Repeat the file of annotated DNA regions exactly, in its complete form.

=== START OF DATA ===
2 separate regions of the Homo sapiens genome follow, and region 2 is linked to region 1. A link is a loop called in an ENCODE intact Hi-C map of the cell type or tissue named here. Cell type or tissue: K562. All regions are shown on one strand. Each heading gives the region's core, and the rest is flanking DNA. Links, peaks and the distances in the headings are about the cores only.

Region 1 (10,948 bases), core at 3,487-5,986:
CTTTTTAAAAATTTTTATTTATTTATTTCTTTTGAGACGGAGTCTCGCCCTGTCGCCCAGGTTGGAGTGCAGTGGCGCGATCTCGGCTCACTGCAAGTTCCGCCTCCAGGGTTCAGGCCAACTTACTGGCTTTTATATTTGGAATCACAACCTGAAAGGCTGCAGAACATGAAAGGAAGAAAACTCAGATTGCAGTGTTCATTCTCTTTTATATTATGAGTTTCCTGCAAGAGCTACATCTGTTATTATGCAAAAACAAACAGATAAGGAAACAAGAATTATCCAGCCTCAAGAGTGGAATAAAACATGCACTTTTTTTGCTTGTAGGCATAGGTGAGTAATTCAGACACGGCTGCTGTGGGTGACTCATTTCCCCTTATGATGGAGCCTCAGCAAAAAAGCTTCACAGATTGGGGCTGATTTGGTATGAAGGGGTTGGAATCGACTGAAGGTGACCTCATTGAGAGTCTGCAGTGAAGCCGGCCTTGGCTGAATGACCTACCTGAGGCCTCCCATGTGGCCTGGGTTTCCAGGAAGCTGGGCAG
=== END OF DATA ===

2 separate regions of the Homo sapiens genome follow, and region 2 is linked to region 1. A link is a loop called in an ENCODE intact Hi-C map of the cell type or tissue named here. Cell type or tissue: K562. All regions are shown on one strand. Each heading gives the region's core, and the rest is flanking DNA. Links, peaks and the distances in the headings are about the cores only.

Region 1 (10,948 bases), core at 3,487-5,986:
CTTTTTAAAAATTTTTATTTATTTATTTCTTTTGAGACGGAGTCTCGCCCTGTCGCCCAGGTTGGAGTGCAGTGGCGCGATCTCGGCTCACTGCAAGTTCCGCCTCCAGGGTTCAGGCCAACTTACTGGCTTTTATATTTGGAATCACAACCTGAAAGGCTGCAGAACATGAAAGGAAGAAAACTCAGATTGCAGTGTTCATTCTCTTTTATATTATGAGTTTCCTGCAAGAGCTACATCTGTTATTATGCAAAAACAAACAGATAAGGAAACAAGAATTATCCAGCCTCAAGAGTGGAATAAAACATGCACTTTTTTTGCTTGTAGGCATAGGTGAGTAATTCAGACACGGCTGCTGTGGGTGACTCATTTCCCCTTATGATGGAGCCTCAGCAAAAAAGCTTCACAGATTGGGGCTGATTTGGTATGAAGGGGTTGGAATCGACTGAAGGTGACCTCATTGAGAGTCTGCAGTGAAGCCGGCCTTGGCTGAATGACCTACCTGAGGCCTCCCATGTGGCCTGGGTTTCCAGGAAGCTGGGCAG